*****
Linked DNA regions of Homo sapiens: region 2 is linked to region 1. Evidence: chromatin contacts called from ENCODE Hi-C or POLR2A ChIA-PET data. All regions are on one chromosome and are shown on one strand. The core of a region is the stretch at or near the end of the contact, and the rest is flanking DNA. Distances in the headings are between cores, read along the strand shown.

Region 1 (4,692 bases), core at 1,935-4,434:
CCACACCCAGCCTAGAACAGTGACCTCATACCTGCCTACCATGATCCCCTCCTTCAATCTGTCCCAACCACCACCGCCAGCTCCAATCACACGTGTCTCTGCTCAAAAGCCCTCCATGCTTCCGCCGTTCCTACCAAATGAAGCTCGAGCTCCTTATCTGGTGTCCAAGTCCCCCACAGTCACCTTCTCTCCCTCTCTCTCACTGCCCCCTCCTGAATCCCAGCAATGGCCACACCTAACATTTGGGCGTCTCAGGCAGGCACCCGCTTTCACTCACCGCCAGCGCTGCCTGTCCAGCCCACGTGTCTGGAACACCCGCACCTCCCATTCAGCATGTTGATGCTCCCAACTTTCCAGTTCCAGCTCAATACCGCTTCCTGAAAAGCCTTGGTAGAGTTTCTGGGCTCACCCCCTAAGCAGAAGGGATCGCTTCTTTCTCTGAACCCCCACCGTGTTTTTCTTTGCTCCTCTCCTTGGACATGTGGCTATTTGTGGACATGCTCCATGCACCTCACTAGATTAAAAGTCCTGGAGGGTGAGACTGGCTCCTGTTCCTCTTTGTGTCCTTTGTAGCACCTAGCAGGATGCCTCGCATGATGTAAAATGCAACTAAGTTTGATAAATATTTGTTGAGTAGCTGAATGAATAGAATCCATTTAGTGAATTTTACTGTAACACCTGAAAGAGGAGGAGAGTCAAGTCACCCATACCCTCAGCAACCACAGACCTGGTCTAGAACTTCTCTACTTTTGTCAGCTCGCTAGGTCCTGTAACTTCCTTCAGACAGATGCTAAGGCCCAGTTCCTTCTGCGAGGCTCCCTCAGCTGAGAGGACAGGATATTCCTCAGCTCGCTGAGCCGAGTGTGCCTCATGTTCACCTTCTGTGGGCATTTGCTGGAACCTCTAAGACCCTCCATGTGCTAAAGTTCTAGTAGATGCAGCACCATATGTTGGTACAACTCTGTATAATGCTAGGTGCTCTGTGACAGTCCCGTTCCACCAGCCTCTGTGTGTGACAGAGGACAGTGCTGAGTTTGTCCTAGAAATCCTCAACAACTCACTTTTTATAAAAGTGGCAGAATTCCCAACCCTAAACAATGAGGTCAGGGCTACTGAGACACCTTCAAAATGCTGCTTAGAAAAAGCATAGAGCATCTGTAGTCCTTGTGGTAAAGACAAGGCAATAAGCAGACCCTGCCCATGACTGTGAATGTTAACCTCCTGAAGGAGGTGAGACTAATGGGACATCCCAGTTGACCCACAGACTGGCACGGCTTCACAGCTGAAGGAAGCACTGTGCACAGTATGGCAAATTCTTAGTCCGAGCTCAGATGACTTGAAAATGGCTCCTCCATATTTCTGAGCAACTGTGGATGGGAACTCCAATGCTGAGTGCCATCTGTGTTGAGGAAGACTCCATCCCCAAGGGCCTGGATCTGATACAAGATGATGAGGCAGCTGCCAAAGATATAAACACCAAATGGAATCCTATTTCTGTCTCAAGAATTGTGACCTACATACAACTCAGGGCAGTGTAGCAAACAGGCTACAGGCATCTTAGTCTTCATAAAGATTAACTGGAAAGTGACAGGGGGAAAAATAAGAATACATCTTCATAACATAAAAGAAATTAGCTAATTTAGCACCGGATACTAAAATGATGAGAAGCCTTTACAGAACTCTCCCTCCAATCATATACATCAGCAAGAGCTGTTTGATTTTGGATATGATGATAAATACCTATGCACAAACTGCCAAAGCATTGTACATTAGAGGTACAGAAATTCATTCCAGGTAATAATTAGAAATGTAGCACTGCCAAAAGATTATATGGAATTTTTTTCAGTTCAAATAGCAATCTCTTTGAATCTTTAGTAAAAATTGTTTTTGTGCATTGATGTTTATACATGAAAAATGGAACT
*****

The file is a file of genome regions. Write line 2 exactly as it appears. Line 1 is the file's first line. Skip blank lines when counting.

Region 1 (4,692 bases), core at 1,935-4,434: